+1 on dropping that tank...just get rid of it as it surely is full of rust (save the sending unit though).
IMHO, I'd start with the basic mechanical components that deteriorate the most over time, brakes and suspension. Inspect all the brake components and rebuild or replace as your skills allow. This includes the hard and soft lines, wheel cylinders, calipers, master cylinder, brake cables, etc. If the backing plates or stone guards are rusty, clean them up and paint, or better yet, powder coat them.
Next, I'd move to the suspension, replacing tired springs, shackles/bushings/perches, insulators, bumpers, etc., basically all the rubber stuff. then look at the ball joints and tie rod ends and, if any doubt, replace as well. Clean and inspect the power steering unit for wear, replace seals, etc.
From there, I'd pull the axles and drop the center section and check the axle bearings and seals, carrier bearings, pinion bearings, backlash, etc. This will also give you an opportunity to clean any goo and sediment from the axle housing.
Next up, I'd pull the engine and tranny, degrease them and do a thorough inspection, replacing any worn or broken parts, installing new seals and gaskets, etc.
Then, I'd replace the heater core, re-core or replace the radiator (making sure the integral tranny cooler is flushed clean) and reinstall with new hoses.
I'd then install a new fuel tank and, if needed, lines, and inspect the wiring harness for damage and condition and repair or replace as needed. Lastly, I'd "borrow" a battery or buy a cheap used one, and make sure everything is operating properly. When satisfied, I'd change the oil and send it off to the body shop.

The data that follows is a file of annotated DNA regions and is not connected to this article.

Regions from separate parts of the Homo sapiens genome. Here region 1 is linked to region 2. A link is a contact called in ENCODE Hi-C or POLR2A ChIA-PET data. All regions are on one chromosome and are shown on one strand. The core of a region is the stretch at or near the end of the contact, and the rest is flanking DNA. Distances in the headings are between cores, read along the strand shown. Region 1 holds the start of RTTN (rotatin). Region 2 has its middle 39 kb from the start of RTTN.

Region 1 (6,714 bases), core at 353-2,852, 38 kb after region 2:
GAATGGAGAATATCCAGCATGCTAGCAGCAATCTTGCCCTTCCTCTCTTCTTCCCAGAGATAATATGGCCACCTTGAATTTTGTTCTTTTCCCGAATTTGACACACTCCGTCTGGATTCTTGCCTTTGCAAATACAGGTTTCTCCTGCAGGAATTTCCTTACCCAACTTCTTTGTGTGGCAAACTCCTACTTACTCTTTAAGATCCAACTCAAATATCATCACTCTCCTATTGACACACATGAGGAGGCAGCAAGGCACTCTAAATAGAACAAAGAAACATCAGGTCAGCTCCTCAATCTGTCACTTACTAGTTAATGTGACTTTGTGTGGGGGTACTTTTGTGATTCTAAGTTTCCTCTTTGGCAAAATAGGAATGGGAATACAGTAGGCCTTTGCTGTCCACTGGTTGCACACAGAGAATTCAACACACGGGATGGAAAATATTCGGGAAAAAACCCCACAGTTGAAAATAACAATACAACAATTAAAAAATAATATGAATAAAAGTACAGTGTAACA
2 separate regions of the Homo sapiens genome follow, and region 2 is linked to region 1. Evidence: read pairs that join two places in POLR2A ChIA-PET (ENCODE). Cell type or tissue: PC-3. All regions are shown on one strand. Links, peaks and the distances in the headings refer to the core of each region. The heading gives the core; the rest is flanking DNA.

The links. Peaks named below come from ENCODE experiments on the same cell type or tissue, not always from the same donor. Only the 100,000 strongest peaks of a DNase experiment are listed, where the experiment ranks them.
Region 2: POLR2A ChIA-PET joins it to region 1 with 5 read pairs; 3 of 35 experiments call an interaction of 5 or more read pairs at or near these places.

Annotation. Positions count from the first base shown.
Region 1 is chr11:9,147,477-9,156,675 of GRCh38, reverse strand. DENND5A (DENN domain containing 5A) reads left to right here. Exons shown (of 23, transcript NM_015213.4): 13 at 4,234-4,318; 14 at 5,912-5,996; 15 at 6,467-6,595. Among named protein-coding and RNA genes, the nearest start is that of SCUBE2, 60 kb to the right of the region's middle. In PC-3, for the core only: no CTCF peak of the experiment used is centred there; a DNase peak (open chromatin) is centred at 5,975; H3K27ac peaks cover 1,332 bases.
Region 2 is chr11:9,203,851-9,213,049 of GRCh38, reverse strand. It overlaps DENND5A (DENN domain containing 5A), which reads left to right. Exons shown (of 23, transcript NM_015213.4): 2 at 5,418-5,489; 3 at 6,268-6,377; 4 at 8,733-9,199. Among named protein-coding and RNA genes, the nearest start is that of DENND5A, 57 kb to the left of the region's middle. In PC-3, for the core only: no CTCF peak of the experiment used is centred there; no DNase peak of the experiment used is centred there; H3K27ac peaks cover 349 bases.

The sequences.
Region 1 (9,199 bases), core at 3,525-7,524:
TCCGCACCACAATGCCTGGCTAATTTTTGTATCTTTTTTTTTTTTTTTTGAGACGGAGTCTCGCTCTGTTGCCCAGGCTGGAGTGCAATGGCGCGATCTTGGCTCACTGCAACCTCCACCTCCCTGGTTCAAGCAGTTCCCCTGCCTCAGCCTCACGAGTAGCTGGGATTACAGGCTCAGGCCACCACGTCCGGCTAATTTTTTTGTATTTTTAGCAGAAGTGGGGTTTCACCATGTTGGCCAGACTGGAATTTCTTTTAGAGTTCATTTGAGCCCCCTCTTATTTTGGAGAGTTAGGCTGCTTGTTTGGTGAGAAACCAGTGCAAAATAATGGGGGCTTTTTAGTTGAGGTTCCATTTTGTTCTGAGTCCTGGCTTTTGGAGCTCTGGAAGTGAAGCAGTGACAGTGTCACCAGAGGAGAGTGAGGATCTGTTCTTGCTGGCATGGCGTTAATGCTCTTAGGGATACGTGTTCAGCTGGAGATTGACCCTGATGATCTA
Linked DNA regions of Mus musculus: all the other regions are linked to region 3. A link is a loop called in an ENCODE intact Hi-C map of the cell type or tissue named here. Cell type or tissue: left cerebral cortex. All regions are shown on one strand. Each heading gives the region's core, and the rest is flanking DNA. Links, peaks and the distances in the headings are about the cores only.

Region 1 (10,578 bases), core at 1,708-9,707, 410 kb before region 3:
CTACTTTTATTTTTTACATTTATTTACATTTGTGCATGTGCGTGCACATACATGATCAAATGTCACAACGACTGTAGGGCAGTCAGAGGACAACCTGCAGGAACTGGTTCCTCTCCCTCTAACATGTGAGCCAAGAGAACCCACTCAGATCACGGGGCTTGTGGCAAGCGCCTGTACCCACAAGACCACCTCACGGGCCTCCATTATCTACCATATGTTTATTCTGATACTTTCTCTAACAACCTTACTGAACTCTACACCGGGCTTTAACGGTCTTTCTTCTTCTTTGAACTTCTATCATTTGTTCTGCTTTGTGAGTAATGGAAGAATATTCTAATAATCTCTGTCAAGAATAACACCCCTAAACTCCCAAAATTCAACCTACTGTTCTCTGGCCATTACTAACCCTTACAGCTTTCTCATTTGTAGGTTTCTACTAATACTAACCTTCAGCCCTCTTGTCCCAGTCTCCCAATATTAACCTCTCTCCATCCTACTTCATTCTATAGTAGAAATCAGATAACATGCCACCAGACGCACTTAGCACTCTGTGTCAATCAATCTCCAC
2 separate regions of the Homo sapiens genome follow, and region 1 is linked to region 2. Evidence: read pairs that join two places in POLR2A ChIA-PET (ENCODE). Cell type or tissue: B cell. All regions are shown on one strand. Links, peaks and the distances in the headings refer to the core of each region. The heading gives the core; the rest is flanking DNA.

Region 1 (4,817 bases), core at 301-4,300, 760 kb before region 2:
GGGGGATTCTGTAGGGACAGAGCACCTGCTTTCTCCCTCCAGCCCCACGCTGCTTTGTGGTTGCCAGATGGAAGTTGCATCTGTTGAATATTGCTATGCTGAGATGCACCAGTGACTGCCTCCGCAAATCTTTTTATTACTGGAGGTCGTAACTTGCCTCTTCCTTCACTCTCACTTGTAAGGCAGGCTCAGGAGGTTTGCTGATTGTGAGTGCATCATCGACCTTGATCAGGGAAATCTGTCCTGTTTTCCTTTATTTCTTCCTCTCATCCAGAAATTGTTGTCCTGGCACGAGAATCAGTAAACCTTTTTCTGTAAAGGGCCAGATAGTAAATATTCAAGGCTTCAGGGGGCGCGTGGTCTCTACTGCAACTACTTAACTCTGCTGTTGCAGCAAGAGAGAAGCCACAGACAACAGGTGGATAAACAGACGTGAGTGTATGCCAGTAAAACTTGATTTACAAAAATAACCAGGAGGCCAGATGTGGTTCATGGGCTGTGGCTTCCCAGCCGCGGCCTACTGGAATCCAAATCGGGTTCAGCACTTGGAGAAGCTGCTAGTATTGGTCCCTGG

Why a cheap battery? Depending on how long it takes at the body shop and my past experiences, when they finish with it the battery will be junk and then you can invest in a nice AGM unit like an Optima.
Now, I'm an old school, frugal kind of guy. When I'm working on something I make 3 piles.... one of stuff that I'm definitely going to reuse, another of stuff that is of questionable condition but may have to be reconditioned and reused or discarded, and the last is the "junk" pile, but I don't actually throw something away until I have the replacement in hand.
During the process of mechanical restoration you can make your own decisions about what "improvements" or modifications you may want to incorporate. There are literally THOUSANDS of different things you can do that have been discussed here from the "Arning Drop" to spherical roller bearing suspension components to different rear gear ratios. These are all variable based on your desires.
Finally, what you end up with is your business and you might want to make it a GT-350 clone or other restomod, etc. I'd just like to say that what you have appears to be a nice, straight and relatively unmolested (except for the front apron) A-code, GT 2+2 with a couple nice options (PS and AT) in a desirable color that would be a real shame to cut up any more than necessary.